- Construction technology strives to help people experience spaces while keeping a safe distance.
- Robots, drones, and smart wearables for construction sites continue to evolve.
- Sustainability—whether through advanced materials, electric equipment, or circular business models—remains a priority.
As 2021 marches on, what started as a somewhat bleak year has turned more hopeful—more economies are opening, anxieties are starting to ease, and more construction sites are firing back up.
Nevertheless, when it comes to construction technology in 2021, there’s increasing pressure to create ways for people to experience and understand spaces virtually to keep safe distances. Sharing data more intuitively and intimately also top the “want” list for innovation. So for this list of trends to watch in 2021, it is clear that builders are also looking for creative ways to keep people safe under current conditions, removing them from physical sites while accelerating their ability to work together.
1. Pocket LIDAR
LIDAR is the most precise, efficient way to verify that what has been built on a construction site matches the digital BIM (Building Information Modeling) model. Existing laser-scanning hardware is bulky and awkward, and most are uni-taskers. But that’s changing, led by two giants of consumer technology: Apple and Google.
The Apple iPhone 12 Pro and the newest Apple iPad Pro come with LIDAR scanners, which use nanosecond-long laser pulses to measure the distance from objects. This data can be aggregated to create 3D maps of incredible depth and complexity.
Similarly, Google is working on a radar-based system that operates as an advanced motion detector. For consumer smartphones, LIDAR systems will primarily boost augmented-reality applications such as Apple’s ARkit, integrating synthesized environments and characters onto existing ones. That can be a great help on construction sites, too, for transposing BIM models onto the site, flying the finished building’s circulation routes, or detecting use patterns before the drywall cures.
Bringing pocket-size LIDAR capabilities onto construction sites is an ideal way to manage the extreme dynamism of these places. As materials and personnel flow across sites, LIDAR can document each stage with unparalleled precision in near real time. It can also be used to maintain and repair large infrastructure, especially across places that are too vast—such as power grids—for a pair of human eyes and a CCTV channel.
Indoors, LIDAR can detect small cracks or imperfections in walls that could become safety risks. Construction safety also benefits from more detailed, up-to-date circulation guidance and a reduced need for in-person inspections of dangerous places. Apple is currently investigating head-mounted LIDAR sensors, ideal for workers who need to go hands-free while using tools or driving heavy machinery.
2. Charging Up the Construction Site
As batteries get bigger, going electric on construction sites means cleaner, more sustainable operation. Heavy construction equipment is following the rechargeable trend. Excavators, cranes, drilling rigs, and heavy trucks are becoming just as carbon-neutral and efficient as their power source—which could be solar, wind, or geothermal.
Driven by plummeting battery costs, Gammons Construction has deployed shipping-container-size Enertainer lithium-ion batteries, creating construction sites free of diesel fumes. Beyond the smaller carbon footprint, these units (which can be purpose-built or retrofits of diesel engines) are more dependable and require less maintenance. The decrease in noise and pollution also allows construction to go on longer in residential areas.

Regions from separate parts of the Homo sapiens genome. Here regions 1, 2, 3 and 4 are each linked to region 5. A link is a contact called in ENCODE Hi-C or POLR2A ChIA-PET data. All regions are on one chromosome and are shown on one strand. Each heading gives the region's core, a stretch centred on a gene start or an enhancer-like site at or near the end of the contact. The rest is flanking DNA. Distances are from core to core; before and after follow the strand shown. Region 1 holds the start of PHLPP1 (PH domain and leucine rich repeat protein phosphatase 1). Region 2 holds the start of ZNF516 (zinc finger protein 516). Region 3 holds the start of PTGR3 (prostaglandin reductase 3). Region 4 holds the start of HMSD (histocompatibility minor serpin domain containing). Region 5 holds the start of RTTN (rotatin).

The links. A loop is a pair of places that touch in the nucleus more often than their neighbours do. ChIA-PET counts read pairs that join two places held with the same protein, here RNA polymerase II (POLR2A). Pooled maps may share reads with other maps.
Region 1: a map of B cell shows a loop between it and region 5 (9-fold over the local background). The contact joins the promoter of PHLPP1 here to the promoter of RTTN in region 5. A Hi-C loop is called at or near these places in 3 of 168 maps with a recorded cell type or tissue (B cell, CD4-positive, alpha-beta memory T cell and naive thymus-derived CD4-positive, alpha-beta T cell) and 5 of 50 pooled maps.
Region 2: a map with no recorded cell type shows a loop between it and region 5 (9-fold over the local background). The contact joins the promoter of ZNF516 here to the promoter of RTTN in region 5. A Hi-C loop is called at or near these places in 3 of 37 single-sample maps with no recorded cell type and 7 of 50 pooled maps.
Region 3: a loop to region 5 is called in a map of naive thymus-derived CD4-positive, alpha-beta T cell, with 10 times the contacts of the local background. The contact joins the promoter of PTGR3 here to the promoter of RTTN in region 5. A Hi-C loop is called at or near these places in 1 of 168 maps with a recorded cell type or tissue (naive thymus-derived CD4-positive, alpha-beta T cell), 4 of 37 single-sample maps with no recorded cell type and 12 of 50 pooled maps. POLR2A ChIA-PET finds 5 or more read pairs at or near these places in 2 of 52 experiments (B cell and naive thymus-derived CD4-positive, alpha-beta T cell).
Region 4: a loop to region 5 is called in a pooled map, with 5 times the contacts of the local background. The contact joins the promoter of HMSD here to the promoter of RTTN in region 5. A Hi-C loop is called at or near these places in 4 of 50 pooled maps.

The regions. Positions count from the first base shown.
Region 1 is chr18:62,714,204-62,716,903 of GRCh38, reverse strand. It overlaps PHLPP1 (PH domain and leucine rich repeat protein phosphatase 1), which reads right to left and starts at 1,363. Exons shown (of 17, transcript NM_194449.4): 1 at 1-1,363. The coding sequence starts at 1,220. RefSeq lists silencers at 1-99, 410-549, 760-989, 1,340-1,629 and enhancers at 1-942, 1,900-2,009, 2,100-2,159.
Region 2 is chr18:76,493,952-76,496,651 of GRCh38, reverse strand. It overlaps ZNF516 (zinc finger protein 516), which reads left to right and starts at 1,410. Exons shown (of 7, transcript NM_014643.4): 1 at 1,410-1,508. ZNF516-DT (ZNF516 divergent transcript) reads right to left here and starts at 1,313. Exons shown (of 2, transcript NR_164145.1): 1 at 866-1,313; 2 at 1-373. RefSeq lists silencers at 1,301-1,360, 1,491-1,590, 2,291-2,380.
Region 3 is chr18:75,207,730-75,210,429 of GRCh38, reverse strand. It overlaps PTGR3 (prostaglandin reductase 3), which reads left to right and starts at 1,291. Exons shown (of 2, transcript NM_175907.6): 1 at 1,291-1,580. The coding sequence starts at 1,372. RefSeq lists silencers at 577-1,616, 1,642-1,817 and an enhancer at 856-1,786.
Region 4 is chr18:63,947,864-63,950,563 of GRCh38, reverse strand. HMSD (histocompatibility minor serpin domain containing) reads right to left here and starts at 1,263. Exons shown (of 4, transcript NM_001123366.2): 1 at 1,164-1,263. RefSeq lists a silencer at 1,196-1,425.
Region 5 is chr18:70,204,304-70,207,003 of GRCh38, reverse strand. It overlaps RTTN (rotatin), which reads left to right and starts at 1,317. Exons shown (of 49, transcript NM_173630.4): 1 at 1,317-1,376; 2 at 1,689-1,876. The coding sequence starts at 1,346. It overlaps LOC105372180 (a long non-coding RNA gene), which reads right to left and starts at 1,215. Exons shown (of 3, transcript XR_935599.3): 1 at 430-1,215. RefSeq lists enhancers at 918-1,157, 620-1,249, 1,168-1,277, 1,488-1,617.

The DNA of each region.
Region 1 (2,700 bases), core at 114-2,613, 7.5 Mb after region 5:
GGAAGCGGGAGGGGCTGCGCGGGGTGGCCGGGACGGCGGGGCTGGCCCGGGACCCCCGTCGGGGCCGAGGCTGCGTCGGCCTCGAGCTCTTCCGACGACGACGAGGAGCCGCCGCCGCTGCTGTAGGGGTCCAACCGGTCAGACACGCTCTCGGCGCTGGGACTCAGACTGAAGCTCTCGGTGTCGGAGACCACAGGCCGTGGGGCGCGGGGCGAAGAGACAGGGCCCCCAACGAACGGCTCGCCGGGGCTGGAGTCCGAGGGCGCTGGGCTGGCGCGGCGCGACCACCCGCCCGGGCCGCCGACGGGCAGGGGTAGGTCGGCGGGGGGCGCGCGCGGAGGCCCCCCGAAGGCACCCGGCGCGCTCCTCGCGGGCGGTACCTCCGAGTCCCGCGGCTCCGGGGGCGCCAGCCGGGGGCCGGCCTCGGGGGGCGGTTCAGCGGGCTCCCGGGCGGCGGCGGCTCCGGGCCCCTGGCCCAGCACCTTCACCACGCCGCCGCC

Many of these units still require power cords, but that could also become a thing of the past. San Francisco–based startup and Autodesk Technology Centers resident PHION Technologies has developed a prototype over-the-air wireless power and data system that can reach nearly a dozen feet to recharge devices, no power cords or charging pads required. The ultimate goal is scalable power across a 30-foot radius that also delivers position-tracking functionality for construction robots and aids wireless network connectivity.
3. Eyes on (or in) the Site From Anywhere
The COVID-19 pandemic has been a crash course in remote collaboration for everyone. But even before the pandemic struck, some companies had been researching how construction software and hardware can better facilitate collaboration over distance.
Autodesk Technology Center resident ZEITdice, from Canada, takes a novel approach to remote collaboration using high-definition, time-lapse cameras instead of digital models. By sorting through endless hours of footage of construction sites, ZEITdice uses machine learning to recognize patterns and anomalies, generating reports on efficiency and safety improvements and providing thermal and infrared imaging.
4. XR for Construction Applications
XR—the umbrella term for virtual reality (VR), augmented reality (AR), and mixed reality (MR)—continues to make waves in the construction industry, from facilitating site simulations to workplace VR training.
Resolve allows designers and builders to inspect BIM models at different scales, looming over them like a giant or at ground-level, going floor-by-floor. Using the Oculus Quest wireless headset and operable with Autodesk BIM 360, Resolve translates complex models into immersive VR environments, makes speech-to-text annotations, and lets colorful avatars measure and sketch within virtual models.
The hardware bringing this sort of data into the field is hands-free and intuitive to operate. Vuzix’s smart glasses contain a GPS sensor, 3-axis accelerometer, a speaker, a microphone, and a 4K video camera for seamless audio and visual communication. And speaking of smart glasses, remember Google Glass? The eyeglass-mounted system never caught on as a consumer product but has quietly proved itself indispensable in manufacturing applications and is finding a place as enterprise hardware on construction sites.
For those wanting to get their hands involved, Microsoft’s HoloLens 2 is responsive to touch and motion, allowing users to manipulate virtual images with a swipe or a wave.
5. Hardhat Drones
The first generation of drones for construction sites were there to look, not to touch. Their photogrammetry applications saved time and money—and boosted jobsite efficiency and safety. The new generation of aerial drones are getting their landing struts dirty, programmed to take the most dangerous or difficult jobs out of human hands.